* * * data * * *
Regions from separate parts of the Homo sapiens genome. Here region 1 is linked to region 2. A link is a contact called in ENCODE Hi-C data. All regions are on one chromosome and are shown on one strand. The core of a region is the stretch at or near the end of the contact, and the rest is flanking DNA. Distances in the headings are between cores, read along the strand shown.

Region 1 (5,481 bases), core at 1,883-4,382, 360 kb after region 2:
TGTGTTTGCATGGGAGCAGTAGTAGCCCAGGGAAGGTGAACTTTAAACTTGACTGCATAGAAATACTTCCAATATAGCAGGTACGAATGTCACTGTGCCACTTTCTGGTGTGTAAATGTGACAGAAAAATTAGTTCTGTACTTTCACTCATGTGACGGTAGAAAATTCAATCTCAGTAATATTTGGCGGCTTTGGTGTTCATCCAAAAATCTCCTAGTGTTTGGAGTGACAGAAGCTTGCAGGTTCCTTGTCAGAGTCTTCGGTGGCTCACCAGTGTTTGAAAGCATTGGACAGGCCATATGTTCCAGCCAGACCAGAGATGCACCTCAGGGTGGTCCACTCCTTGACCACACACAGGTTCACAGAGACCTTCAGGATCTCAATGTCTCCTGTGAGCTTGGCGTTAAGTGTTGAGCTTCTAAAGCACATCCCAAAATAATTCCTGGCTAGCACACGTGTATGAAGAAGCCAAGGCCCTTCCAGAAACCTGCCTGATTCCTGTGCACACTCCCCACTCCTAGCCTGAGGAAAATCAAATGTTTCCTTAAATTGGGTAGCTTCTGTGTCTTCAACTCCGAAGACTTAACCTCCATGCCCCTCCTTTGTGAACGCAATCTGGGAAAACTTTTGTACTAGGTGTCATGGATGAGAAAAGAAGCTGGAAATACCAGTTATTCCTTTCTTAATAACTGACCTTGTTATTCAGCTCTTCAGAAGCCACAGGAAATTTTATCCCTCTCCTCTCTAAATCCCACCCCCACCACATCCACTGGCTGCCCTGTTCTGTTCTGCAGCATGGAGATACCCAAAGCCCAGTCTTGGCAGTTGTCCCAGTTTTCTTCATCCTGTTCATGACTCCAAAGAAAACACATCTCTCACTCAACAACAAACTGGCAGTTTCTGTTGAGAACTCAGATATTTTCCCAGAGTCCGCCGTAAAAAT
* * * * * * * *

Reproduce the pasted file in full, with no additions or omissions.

Regions from separate parts of the Homo sapiens genome. Here region 1 is linked to region 2. A link is a contact called in ENCODE Hi-C data. All regions are on one chromosome and are shown on one strand. The core of a region is the stretch at or near the end of the contact, and the rest is flanking DNA. Distances in the headings are between cores, read along the strand shown.

Region 1 (5,481 bases), core at 1,883-4,382, 360 kb after region 2:
TGTGTTTGCATGGGAGCAGTAGTAGCCCAGGGAAGGTGAACTTTAAACTTGACTGCATAGAAATACTTCCAATATAGCAGGTACGAATGTCACTGTGCCACTTTCTGGTGTGTAAATGTGACAGAAAAATTAGTTCTGTACTTTCACTCATGTGACGGTAGAAAATTCAATCTCAGTAATATTTGGCGGCTTTGGTGTTCATCCAAAAATCTCCTAGTGTTTGGAGTGACAGAAGCTTGCAGGTTCCTTGTCAGAGTCTTCGGTGGCTCACCAGTGTTTGAAAGCATTGGACAGGCCATATGTTCCAGCCAGACCAGAGATGCACCTCAGGGTGGTCCACTCCTTGACCACACACAGGTTCACAGAGACCTTCAGGATCTCAATGTCTCCTGTGAGCTTGGCGTTAAGTGTTGAGCTTCTAAAGCACATCCCAAAATAATTCCTGGCTAGCACACGTGTATGAAGAAGCCAAGGCCCTTCCAGAAACCTGCCTGATTCCTGTGCACACTCCCCACTCCTAGCCTGAGGAAAATCAAATGTTTCCTTAAATTGGGTAGCTTCTGTGTCTTCAACTCCGAAGACTTAACCTCCATGCCCCTCCTTTGTGAACGCAATCTGGGAAAACTTTTGTACTAGGTGTCATGGATGAGAAAAGAAGCTGGAAATACCAGTTATTCCTTTCTTAATAACTGACCTTGTTATTCAGCTCTTCAGAAGCCACAGGAAATTTTATCCCTCTCCTCTCTAAATCCCACCCCCACCACATCCACTGGCTGCCCTGTTCTGTTCTGCAGCATGGAGATACCCAAAGCCCAGTCTTGGCAGTTGTCCCAGTTTTCTTCATCCTGTTCATGACTCCAAAGAAAACACATCTCTCACTCAACAACAAACTGGCAGTTTCTGTTGAGAACTCAGATATTTTCCCAGAGTCCGCCGTAAAAAT